I had to excuse myself. And it wasn’t even my friend.

I was saddened that with all the recent awareness around mental health, all the progress, a well-meaning and educated person would say things like this. I’m sure she’d never dream of suggesting to a family whose son died of a sudden cardiac arrest that his death could have been prevented if they had taken him to a different hospital. Or had a foolproof, ‘What To Do In Case of Unexpected Heart Attack’ plan stuck to their fridge. Or known exactly the right words to say so that The System would not let their child die.

We don’t expect the parents of a child in cardiac distress to be able to diagnose him on the spot, pull out a scalpel and perform open-heart surgery in the living room. But we expect the parents of a child in mental distress to be able to do the psychiatric equivalent.

These parents did what they should have done, all they could have done – they got him to the professionals when they saw he was in trouble. Given the current state of mental healthcare, I can only imagine the effort and insight required to even get him that far. There is no ‘system’ for people trying to get help for a loved one with a mental illness, no solid support. Instead there is a tightrope over the abyss – and the winds are high.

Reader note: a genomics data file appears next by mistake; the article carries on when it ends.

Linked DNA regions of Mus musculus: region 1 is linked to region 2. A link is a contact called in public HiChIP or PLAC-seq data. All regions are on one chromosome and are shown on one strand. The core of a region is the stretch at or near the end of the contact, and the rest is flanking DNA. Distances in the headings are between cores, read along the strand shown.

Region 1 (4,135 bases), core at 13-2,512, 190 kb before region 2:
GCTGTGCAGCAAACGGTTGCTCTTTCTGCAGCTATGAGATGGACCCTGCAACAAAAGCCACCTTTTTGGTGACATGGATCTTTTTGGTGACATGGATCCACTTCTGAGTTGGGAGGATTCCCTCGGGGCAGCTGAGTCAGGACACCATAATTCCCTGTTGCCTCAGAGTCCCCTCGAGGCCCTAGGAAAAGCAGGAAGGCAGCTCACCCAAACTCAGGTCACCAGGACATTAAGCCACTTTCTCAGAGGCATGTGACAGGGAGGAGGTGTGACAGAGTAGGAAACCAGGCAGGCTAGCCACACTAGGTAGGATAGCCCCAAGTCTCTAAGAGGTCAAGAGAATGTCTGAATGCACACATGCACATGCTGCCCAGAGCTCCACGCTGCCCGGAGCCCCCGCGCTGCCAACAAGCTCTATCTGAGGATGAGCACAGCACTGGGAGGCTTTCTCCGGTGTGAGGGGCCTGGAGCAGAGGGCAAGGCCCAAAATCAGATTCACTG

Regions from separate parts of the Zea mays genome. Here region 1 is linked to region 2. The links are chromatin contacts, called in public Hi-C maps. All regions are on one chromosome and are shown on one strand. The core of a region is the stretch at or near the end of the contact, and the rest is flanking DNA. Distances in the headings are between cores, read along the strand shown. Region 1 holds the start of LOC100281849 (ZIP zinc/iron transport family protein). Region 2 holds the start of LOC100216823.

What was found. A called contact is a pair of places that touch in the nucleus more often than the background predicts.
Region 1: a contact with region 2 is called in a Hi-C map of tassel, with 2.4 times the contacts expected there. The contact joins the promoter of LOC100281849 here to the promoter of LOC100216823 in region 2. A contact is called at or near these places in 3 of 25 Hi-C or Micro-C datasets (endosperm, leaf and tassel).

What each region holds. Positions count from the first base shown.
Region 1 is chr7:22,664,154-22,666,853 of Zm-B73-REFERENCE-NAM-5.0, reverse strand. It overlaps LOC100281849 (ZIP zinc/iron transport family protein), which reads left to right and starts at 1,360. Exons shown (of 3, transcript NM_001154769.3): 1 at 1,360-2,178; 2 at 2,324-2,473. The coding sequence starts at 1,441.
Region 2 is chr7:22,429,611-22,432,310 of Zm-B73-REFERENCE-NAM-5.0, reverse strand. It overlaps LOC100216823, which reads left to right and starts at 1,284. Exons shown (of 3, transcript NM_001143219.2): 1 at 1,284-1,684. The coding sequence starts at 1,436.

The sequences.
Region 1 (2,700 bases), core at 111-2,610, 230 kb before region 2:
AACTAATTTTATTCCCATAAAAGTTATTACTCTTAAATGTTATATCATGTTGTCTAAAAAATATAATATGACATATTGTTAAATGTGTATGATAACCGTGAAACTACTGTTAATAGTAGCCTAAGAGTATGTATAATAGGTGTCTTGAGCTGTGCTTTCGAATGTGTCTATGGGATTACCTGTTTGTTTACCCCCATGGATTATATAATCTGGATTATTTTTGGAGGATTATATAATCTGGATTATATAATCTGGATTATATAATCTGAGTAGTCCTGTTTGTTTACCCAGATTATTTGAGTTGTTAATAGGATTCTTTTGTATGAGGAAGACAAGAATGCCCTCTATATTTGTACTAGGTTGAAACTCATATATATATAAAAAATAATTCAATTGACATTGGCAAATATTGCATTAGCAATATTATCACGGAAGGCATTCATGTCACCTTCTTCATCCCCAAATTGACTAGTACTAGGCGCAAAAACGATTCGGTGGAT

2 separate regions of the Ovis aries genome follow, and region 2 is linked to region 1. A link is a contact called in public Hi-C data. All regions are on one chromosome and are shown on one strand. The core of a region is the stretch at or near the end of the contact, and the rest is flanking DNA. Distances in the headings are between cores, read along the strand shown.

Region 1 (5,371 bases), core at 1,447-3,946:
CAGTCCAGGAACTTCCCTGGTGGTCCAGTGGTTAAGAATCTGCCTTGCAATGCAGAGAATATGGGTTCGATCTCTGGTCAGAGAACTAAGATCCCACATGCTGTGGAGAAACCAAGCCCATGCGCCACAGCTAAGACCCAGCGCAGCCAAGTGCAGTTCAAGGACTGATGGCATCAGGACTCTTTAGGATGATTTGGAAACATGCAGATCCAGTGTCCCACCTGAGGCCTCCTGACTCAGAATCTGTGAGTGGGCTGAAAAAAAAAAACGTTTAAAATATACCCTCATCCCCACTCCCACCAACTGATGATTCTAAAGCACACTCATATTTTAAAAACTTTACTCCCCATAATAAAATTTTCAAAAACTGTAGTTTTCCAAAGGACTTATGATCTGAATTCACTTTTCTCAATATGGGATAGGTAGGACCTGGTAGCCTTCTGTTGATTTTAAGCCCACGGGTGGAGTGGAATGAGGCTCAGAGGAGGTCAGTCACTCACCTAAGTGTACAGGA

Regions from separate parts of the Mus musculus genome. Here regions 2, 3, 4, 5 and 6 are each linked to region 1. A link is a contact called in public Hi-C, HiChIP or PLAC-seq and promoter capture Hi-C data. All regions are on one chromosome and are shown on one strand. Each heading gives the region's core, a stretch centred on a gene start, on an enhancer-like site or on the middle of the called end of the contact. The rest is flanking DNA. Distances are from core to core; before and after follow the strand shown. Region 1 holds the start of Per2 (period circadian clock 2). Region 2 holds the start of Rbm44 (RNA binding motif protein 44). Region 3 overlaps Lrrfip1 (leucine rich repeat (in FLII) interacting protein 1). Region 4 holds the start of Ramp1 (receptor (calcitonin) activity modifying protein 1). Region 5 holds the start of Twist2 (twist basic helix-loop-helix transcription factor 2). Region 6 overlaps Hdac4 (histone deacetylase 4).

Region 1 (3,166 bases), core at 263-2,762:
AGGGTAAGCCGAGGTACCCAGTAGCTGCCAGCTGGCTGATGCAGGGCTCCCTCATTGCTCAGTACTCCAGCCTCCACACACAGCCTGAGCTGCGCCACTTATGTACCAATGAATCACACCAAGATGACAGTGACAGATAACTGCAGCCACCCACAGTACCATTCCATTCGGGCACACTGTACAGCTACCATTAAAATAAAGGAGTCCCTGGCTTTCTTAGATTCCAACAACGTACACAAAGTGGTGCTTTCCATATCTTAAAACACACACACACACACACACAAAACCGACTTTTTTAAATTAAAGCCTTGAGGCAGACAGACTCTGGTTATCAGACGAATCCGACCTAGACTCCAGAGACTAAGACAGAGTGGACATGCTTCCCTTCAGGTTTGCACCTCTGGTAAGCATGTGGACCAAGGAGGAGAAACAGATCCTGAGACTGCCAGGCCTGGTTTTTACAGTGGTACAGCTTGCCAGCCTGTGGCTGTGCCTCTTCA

The professionals could not save their boy either. Whether something was missed by those professionals can change nothing now, and is for nobody but the parents to decide and act on.

One of my favorite authors, Michael Neill, candidly talks about his experience with clinical depression as a teen. He describes a brush with suicide in college as an overpowering feeling that he was being sucked out his dorm room window by an enormous vacuum. No ‘attempt,’ no note; all he would have had to do…is let go.

It is doubly heartbreaking that this young man lost his grip, just as so many people were reaching for him.

Fog Warning

 

I’ve never said I have depression.

I’ve been taking an antidepressant, true. And amino acids. For years. I can feel the grey fog start to swirl around my ankles when I haven’t been taking care of myself. When I don’t sleep. When I eat poorly. When I have a run-in with my past. The fog obscures everyone and everything good in my life, until I just can’t see any of it, and I feel alone. Marooned. I sit on the edge of my bed, drawing on all my reserves just to get up. To speak. To shower.

I’ve never said I have depression.

Why?